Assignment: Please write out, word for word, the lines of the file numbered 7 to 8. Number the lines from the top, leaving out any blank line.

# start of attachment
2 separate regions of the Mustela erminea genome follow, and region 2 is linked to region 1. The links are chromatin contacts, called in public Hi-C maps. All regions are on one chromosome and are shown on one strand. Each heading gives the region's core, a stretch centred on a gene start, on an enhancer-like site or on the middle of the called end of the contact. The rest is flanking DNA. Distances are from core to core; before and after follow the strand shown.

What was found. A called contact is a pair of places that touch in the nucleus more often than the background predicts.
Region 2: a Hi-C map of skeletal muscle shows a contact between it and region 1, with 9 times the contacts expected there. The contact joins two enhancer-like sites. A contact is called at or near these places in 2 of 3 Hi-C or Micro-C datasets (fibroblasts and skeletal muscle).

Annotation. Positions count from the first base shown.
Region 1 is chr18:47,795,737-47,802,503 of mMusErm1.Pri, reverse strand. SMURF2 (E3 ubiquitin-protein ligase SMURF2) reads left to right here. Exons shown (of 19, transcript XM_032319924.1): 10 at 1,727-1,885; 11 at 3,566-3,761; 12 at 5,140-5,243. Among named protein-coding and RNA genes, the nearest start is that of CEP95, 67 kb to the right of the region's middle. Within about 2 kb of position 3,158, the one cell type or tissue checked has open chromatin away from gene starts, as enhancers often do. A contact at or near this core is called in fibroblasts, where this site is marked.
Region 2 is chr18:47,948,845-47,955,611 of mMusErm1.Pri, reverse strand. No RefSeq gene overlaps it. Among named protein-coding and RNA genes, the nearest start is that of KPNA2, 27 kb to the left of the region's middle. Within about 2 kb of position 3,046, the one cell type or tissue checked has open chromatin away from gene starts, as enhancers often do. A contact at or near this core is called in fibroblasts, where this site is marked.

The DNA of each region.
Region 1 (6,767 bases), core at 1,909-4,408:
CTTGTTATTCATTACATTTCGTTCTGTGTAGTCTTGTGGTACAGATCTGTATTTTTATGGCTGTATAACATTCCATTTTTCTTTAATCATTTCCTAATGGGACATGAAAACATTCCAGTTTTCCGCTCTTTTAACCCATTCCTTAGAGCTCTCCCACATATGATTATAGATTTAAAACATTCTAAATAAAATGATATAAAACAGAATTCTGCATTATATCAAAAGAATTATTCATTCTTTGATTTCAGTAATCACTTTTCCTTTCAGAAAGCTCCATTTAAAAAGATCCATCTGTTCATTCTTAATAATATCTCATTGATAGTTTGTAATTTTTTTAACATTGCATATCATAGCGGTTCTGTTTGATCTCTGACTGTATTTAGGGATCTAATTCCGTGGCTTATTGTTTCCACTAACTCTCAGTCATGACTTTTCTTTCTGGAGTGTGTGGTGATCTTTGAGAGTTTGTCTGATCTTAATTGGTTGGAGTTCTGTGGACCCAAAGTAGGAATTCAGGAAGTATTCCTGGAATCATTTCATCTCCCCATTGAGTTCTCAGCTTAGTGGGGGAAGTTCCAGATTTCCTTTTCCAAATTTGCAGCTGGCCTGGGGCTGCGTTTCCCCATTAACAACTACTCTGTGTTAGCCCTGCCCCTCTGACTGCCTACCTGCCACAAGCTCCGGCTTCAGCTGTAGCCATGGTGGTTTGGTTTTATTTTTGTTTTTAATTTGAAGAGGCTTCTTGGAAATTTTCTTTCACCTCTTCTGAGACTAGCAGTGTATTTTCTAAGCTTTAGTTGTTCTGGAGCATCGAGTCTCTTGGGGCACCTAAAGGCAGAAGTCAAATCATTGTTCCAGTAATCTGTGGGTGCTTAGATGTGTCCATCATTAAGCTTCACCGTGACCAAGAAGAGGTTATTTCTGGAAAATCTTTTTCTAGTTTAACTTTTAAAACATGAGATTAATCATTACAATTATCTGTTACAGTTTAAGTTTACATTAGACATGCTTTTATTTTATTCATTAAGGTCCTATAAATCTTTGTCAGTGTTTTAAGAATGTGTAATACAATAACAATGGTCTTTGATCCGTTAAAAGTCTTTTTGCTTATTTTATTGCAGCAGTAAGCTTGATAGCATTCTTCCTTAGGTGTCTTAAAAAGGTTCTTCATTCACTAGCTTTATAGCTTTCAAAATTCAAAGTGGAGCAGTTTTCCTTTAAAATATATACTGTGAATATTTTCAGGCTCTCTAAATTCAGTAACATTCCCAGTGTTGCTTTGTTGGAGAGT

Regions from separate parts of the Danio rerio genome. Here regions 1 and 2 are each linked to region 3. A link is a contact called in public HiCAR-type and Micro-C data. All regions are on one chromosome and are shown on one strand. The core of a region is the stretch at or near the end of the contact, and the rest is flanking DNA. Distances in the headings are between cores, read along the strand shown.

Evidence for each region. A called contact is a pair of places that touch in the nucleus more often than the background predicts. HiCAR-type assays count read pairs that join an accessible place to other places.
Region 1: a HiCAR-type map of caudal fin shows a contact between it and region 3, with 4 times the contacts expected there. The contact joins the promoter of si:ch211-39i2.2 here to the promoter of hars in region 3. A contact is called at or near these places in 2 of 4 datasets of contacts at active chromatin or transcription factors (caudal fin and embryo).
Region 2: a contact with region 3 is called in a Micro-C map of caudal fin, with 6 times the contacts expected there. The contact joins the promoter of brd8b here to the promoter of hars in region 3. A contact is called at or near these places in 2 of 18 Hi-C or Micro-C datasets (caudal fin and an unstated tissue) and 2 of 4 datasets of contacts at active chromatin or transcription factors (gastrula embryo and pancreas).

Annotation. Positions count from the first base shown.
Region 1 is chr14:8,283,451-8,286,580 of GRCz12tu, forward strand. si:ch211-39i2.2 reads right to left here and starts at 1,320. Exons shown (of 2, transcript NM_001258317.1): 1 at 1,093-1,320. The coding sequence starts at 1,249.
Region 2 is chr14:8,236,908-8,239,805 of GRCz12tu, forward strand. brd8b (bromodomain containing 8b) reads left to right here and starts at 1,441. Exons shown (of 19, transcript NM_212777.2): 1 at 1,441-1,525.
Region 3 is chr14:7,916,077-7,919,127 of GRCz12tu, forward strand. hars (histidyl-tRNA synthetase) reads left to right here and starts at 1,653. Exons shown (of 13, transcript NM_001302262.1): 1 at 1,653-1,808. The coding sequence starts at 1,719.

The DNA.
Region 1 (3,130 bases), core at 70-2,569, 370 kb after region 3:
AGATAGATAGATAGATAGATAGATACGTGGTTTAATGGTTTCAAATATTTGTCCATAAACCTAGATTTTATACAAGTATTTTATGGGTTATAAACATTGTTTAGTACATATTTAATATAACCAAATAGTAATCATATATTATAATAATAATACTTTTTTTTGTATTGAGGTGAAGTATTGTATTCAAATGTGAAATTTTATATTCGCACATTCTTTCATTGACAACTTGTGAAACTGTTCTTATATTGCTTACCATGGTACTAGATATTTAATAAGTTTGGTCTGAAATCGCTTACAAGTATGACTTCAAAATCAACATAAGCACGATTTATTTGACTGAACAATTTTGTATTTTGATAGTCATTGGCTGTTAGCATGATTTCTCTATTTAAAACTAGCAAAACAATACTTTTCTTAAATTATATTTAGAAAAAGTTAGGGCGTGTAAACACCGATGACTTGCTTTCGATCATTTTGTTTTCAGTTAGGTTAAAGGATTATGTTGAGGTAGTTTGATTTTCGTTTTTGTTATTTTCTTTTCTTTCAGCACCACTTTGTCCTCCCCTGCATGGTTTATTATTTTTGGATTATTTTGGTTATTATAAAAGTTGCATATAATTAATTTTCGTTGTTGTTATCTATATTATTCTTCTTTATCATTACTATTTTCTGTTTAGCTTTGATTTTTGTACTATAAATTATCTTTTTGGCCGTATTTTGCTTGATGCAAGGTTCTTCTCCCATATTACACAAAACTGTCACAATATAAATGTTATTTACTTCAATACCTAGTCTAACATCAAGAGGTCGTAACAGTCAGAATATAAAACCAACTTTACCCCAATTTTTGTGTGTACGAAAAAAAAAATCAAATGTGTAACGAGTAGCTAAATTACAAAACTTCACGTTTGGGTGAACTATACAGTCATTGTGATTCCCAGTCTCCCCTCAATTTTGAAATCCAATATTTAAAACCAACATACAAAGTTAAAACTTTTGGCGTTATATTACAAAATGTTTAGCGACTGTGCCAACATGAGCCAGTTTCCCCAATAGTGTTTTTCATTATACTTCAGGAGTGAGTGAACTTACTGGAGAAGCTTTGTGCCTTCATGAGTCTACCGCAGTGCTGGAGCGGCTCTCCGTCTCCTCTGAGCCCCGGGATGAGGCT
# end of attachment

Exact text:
The DNA of each region.
Region 1 (6,767 bases), core at 1,909-4,408: